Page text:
A Portrait of My Favorite Actor

Daniel Day-Lewis rarely ever acts in a film. But when he does, it’s not something you easily forget.

I first encountered him when I saw A Room with a View, which remains one of my favorite films. It’s just perfect. And Day-Lewis is astonishing in his ability to take a character that could so easily have been a scapegoat and turn him into a three-dimensional character. In fact, he owns the movie’s most moving scene.

Since then, again and again, he has been nothing short of extraordinary. And Paul Thomas Anderson’s There Will Be Blood may well be his most impressive performance yet, if the early reviews are to be believed.

Here’s The New York Times Magazine with a rare, in-depth portrait of the artist.

Thanks to Charlotte Maney for the link.

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About Jeffrey Overstreet

Jeffrey Overstreet is the author of a “memoir of dangerous moviegoing” called Through a Screen Darkly, and a four-volume series of fantasy novels called The Auralia Thread, which includes Auralia’s Colors, Cyndere’s Midnight, Raven’s Ladder, and The Ale Boy’s Feast. Jeffrey is a contributing editor for Seattle Pacific University’s Response magazine, and he writes about art, faith, and culture for Image, Filmwell, and his own website, LookingCloser.org. His work has also appeared in Paste, Relevant, Books and Culture, and Christianity Today (where he was a film columnist and critic for almost a decade). He lives in Shoreline, Washington. Visit him on Facebook at facebook.com/jeffreyoverstreethq.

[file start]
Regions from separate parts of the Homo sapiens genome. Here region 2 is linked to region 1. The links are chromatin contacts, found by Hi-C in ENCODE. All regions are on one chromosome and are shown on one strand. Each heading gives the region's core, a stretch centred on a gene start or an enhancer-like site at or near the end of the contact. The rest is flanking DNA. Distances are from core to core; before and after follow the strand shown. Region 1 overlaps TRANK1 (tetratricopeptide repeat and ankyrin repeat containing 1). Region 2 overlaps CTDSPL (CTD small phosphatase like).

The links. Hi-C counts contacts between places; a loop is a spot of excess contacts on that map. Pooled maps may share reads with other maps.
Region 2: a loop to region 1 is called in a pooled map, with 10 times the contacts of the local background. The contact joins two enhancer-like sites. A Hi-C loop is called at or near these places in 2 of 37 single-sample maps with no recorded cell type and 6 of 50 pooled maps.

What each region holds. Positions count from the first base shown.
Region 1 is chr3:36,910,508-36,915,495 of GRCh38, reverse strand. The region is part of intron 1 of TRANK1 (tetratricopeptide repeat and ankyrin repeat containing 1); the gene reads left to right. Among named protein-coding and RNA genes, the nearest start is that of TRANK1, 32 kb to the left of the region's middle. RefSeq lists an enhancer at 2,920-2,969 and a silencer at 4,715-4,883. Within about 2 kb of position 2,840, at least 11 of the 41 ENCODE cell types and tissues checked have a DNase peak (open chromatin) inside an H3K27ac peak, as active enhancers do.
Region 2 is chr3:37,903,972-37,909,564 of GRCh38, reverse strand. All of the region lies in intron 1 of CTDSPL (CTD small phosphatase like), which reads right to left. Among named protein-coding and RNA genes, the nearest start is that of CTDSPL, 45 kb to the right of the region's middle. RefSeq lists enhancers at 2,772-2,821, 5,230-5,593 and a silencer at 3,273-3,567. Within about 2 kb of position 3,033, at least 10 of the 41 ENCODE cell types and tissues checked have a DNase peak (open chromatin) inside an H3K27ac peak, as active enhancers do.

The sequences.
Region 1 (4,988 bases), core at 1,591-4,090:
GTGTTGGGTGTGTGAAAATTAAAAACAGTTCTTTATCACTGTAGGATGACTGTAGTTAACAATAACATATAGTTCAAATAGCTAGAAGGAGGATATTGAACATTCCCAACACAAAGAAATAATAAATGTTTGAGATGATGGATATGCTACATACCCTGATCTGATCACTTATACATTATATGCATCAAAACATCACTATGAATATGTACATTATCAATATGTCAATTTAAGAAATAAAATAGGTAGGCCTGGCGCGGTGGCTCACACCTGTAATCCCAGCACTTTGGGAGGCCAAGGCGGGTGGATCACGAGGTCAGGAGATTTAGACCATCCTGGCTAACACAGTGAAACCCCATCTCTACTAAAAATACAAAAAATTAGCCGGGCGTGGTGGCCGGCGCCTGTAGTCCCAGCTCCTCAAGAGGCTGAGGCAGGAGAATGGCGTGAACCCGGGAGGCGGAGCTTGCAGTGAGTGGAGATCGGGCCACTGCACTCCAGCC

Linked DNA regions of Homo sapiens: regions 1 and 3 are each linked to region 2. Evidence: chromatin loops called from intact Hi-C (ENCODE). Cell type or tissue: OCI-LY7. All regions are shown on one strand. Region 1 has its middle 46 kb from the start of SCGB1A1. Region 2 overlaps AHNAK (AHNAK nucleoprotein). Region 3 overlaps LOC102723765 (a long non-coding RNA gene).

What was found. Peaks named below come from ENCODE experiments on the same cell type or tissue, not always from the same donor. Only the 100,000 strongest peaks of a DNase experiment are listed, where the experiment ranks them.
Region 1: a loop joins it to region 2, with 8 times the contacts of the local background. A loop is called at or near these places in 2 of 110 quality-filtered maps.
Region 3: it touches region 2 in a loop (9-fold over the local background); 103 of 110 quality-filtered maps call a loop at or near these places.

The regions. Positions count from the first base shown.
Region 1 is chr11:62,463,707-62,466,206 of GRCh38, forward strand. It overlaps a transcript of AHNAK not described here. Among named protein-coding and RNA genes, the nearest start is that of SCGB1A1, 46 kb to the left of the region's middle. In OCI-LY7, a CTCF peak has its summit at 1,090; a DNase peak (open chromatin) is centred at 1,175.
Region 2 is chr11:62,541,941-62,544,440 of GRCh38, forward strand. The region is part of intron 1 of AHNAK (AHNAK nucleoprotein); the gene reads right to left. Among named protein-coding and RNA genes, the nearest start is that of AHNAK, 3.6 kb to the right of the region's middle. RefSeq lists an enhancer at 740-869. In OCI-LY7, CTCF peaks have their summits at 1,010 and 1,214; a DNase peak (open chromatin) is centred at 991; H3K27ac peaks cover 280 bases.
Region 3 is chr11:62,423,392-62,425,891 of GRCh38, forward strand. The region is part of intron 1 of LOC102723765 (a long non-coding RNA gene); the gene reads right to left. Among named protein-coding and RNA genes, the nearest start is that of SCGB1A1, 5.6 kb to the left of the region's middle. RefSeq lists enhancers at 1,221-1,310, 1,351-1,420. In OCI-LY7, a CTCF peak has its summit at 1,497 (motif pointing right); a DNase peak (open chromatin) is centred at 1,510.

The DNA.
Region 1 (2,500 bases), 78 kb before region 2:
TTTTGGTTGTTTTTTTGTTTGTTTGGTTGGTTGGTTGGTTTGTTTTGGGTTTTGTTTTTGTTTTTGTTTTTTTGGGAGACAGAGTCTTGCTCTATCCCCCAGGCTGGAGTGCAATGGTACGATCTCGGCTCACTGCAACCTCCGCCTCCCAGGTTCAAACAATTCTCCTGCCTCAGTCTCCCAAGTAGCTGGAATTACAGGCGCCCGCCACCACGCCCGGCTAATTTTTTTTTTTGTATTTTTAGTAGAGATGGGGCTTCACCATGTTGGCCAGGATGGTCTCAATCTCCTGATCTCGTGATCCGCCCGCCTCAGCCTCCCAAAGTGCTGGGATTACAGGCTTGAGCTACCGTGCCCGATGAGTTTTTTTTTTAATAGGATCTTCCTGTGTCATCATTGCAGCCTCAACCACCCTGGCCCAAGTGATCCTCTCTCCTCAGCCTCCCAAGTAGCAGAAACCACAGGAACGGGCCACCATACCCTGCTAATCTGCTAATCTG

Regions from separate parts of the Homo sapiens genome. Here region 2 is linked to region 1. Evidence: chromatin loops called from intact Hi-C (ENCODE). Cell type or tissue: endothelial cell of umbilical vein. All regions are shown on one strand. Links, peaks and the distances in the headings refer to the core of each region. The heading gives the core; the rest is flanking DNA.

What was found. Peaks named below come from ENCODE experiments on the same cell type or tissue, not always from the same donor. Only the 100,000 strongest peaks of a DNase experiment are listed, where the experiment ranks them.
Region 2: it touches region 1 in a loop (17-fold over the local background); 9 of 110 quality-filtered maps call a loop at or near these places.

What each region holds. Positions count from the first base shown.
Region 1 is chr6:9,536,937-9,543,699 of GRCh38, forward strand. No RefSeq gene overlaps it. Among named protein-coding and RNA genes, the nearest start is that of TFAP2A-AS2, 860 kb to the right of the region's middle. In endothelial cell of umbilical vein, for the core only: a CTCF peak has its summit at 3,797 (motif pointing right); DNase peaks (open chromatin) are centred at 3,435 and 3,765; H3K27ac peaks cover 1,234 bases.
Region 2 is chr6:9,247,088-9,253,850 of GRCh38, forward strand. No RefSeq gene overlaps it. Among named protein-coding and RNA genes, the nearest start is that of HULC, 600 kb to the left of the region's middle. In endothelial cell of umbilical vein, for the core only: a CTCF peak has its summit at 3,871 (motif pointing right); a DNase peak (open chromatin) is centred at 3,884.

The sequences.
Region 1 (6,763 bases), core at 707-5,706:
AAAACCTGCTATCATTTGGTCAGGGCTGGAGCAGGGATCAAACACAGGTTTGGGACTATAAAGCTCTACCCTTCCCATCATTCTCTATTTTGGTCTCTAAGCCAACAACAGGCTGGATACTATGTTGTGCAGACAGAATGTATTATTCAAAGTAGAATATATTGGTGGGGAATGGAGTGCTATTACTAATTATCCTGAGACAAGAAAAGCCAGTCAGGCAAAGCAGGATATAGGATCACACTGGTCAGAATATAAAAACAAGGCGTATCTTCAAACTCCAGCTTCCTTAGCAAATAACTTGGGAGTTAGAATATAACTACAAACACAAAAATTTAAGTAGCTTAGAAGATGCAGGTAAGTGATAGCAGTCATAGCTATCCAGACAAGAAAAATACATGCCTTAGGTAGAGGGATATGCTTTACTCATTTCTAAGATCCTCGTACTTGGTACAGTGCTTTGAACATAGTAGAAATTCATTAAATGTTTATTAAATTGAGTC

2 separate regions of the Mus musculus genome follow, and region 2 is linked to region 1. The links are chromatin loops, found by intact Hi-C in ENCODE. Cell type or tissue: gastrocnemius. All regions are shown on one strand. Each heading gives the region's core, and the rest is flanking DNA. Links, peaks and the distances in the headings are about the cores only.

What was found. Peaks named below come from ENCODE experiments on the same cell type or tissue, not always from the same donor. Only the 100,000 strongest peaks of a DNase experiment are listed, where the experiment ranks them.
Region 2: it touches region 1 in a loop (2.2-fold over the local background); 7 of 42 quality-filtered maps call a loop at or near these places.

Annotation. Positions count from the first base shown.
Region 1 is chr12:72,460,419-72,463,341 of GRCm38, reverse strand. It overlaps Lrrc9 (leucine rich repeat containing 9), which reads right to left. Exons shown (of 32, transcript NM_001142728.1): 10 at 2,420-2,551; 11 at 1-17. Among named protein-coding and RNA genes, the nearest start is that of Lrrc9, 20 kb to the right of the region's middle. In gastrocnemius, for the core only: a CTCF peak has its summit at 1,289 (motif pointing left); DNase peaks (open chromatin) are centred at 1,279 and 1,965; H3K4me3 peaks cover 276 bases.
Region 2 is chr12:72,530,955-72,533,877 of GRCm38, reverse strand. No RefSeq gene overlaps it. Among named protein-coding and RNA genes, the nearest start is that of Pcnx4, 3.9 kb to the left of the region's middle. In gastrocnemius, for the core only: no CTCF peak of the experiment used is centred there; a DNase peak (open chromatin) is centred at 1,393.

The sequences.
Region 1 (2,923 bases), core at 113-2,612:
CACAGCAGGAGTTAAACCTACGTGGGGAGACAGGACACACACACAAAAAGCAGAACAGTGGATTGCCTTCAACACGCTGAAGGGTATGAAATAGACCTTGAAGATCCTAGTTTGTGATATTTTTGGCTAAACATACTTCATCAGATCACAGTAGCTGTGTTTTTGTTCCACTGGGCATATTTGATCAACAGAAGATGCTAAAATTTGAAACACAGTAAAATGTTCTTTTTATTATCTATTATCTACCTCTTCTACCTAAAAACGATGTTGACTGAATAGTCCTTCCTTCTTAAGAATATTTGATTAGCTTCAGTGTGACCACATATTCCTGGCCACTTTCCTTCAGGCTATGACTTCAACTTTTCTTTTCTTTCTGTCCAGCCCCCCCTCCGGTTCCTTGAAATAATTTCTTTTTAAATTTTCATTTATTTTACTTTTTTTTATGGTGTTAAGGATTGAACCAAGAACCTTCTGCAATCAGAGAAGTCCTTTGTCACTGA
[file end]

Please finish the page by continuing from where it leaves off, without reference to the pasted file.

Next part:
• azhiashalott

    You’re very welcome. I feel I must apologise for my rather cryptic message; when I went to send you the link, I realised I had no clue what I should say.

    Glad you enjoyed the article. I feel privileged to have received a free, signed copy of your book through superfastreader — thank you so much for contributing to fantasy literature!

  • petertchattaway

    He’s certainly memorable, but I’ve never been able to take him all that seriously ever since The Crucible. The over-the-top scenery-chewing just got to be too much — and the only other film of his I’ve seen since then is Gangs of New York, where he definitely gorged himself on scenery some more.


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